UK’s ThirdFort gets $20 million for tools to help with identity verification and detect money laundering and payment fraud – TechCrunch

Money laundering has been a hot topic lately in the UK, which faces pressure to not only establish stricter rules to trace the origins of money spent on big assets in the country like the prime real estate – the capital has been dubbed by some as the “laundry of London” – but also, in light of sanctions against Russia in recent weeks, actually to enforce those rules.

Today, a London-based startup called Thirdfort, which has built a platform to help professional services firms carry out further due diligence and report anything suspicious, announces a £15m funding round ( approximately $20 million), money that it will use to continue to expand its services, in particular to build payment infrastructure directly into its platform.

The raise, a Series A, was led by Breega, with B2B fintech-focused Element Ventures also investing, as well as ComplyAdvantage founders Tessian, Fenergo, R3, Funding Circle and Fidel.

CEO Olly Thornton-Berry said he and Jack Bidgood came up with the idea for Thirdfort after a friend of theirs lost £25,000 buying a flat in London due to an attack by phishing: the scammers had collected data about the deal and created a domain similar to that of the law firm the friend was using for the purchase, and with that wrote an email posing as the lawyer from the friend, requesting that the sum be transferred via a link. It wasn’t until weeks later that the friend was legitimately asked for the same amount that they all began to suspect foul play. The friend never got that money back.

The incident, Thornton-Berry said, underscored how little information the two professional services firms require of a client before entering into a business transaction, and how little protection the client has against attempts more sophisticated fraud.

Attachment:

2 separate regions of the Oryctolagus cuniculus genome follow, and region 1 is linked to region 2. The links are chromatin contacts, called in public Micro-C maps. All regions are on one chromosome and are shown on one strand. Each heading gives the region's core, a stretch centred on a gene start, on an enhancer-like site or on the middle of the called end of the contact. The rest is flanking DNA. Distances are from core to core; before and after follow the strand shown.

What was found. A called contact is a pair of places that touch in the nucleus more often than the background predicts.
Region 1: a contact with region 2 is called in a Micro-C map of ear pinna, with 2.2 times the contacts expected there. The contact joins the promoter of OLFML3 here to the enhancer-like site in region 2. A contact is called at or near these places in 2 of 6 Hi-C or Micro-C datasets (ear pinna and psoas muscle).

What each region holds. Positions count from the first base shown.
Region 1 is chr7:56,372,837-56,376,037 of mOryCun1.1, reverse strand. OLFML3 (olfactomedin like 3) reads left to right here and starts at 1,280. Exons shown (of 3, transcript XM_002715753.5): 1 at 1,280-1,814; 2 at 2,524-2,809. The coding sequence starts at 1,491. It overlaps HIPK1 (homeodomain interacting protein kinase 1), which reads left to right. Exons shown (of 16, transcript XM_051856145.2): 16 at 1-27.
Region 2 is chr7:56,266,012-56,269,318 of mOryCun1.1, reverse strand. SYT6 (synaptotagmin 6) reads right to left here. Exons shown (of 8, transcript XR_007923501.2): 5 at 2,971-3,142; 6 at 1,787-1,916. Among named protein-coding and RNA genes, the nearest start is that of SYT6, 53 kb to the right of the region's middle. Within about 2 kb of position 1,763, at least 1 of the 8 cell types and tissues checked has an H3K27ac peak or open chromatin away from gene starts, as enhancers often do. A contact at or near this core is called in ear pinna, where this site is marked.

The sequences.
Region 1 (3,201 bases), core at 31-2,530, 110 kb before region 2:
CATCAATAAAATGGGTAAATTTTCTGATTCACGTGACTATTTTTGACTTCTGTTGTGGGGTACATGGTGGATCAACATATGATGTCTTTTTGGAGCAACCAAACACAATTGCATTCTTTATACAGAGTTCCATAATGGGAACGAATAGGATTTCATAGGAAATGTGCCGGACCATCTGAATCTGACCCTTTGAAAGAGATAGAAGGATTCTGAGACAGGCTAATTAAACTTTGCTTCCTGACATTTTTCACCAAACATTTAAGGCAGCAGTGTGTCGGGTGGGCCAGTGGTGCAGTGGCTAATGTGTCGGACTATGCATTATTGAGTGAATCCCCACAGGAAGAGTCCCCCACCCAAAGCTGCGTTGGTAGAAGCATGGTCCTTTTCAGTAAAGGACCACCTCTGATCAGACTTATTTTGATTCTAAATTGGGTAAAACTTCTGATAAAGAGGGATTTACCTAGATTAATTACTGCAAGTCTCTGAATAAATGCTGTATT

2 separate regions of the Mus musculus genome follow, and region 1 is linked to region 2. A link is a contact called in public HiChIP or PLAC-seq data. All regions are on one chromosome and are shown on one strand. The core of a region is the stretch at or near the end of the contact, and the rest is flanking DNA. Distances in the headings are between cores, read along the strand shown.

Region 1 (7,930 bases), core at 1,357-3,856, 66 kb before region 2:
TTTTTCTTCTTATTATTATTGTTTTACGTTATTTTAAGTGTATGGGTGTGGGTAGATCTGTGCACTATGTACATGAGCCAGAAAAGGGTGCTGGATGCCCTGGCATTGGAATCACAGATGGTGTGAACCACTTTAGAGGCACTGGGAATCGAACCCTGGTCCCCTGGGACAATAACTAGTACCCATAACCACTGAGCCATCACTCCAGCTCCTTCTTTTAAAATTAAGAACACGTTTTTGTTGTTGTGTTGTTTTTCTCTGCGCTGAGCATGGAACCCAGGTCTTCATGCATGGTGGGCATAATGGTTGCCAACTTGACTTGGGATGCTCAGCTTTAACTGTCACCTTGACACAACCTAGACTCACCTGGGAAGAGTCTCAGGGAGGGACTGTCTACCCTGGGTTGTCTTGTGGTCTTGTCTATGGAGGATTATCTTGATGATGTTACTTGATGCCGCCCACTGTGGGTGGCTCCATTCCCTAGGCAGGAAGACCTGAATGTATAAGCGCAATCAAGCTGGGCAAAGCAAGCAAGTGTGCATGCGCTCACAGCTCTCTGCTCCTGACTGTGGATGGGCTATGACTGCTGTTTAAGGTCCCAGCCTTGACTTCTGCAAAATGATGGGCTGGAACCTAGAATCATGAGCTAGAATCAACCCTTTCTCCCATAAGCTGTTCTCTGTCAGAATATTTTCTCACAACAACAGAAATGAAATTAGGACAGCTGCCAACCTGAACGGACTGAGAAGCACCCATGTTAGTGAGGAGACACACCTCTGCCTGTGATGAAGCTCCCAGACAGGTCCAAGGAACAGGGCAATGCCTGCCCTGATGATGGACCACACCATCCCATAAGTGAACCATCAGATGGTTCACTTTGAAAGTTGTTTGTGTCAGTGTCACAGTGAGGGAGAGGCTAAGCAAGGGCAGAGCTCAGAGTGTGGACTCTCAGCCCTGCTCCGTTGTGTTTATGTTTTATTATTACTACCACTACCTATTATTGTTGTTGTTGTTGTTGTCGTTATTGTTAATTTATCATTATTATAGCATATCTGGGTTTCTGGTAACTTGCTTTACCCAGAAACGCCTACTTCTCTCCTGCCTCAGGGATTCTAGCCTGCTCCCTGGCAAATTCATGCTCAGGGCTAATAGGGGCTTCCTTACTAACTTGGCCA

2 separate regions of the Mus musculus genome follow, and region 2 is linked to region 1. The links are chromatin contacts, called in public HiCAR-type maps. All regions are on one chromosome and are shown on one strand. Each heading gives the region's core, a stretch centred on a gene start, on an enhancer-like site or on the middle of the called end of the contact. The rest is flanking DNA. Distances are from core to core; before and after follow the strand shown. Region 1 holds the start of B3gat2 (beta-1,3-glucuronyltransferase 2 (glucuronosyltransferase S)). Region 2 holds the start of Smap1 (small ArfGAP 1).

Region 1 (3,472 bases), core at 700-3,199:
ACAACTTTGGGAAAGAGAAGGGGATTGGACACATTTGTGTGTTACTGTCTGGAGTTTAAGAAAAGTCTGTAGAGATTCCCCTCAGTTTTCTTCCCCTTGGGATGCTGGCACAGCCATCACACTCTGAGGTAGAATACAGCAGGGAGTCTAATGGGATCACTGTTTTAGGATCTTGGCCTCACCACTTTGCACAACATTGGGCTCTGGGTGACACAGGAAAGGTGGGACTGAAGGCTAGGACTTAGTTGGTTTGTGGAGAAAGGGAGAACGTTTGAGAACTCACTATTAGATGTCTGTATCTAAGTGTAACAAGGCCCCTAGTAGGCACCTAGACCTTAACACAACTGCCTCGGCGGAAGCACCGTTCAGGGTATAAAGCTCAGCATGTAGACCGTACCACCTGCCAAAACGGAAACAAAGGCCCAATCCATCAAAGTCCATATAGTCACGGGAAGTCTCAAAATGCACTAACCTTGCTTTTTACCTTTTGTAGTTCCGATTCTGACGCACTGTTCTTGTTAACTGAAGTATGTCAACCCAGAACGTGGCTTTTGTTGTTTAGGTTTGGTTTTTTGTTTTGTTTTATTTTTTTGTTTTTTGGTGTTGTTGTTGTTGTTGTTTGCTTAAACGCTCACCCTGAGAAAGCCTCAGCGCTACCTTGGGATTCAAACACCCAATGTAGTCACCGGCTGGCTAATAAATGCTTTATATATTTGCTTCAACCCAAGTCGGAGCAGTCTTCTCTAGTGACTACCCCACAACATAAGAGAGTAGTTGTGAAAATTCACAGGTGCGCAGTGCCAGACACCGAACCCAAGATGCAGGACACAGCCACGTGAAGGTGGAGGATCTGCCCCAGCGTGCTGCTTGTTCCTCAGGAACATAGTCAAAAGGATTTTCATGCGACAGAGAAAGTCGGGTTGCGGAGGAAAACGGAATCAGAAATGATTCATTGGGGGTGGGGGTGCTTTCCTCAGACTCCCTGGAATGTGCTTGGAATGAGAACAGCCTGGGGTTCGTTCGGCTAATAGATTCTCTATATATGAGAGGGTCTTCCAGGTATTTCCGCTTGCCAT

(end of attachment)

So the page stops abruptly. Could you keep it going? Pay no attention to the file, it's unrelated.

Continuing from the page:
This led to Thirdfort, which provides a big data toolkit of multiple resources such as data from LexisNexis, ComplyAdvantage, Companies House and more that can be aggregated (and chosen by the client) to provide different data points on individuals and their sources of money. . Thirdfort first built tools to meet the needs of businesses in the legal and real estate markets.

The product is now available in two parts. First, there is the “risk engine” designed for its professional clients, which can be used for both KYC (know your customer) checks and to help businesses comply with anti-money laundering regulations. Around 700 companies are already using the platform, including law firms DAC Beachcroft, Penningtons Manche Cooper and Mishcon de Reya; and real estate firms Knight Frank, Strutt & Parker and Winkworth.

Secondly, there is an application designed for the consumer customers of these companies which has been built on an open banking infrastructure to connect these companies to the customer’s bank, through the banks’ own banking applications, to make payments seamlessly. secure. . This has now been downloaded some 500,000 times.

Similar to Alloy in the US (which is a potential competitor, if one grows in the other’s market), the argument here with Thirdfort is that the work that should have gone into performing a similar search on the identification and origin of funds would primarily have been time-consuming, largely manual, and expensive to perform, if performed at all. Times are changing now and companies are now being required to do more of this work.

“Now what’s needed is a lot more,” Thornton-Berry said. “They have to do a thorough level of due diligence, seeing bank statements of what’s coming in and going out, asking specific questions of customers, checking due diligence on the money being offered if the sum is specified as a gift. It is a whole new type of workflow that has emerged with the rise of AML. »

And while Thirdfort’s primary focus today is fraud detection — it’s successfully stopped a dozen questionable transactions for its clients, Thornton-Barry said — it’s also designed for AML due diligence and compliance regulations and will probably come into their own when they are implemented more widely. , especially around all major transactions involving international money.

“For consumers and professional services, the risk of fraud and the need for compliance poses an enormous burden,” Maxence Drummond, director of Breega, said in a statement. “Consumers need to be verified for every transaction, and regulated professionals spend too much of their valuable time on customer verification and compliance.

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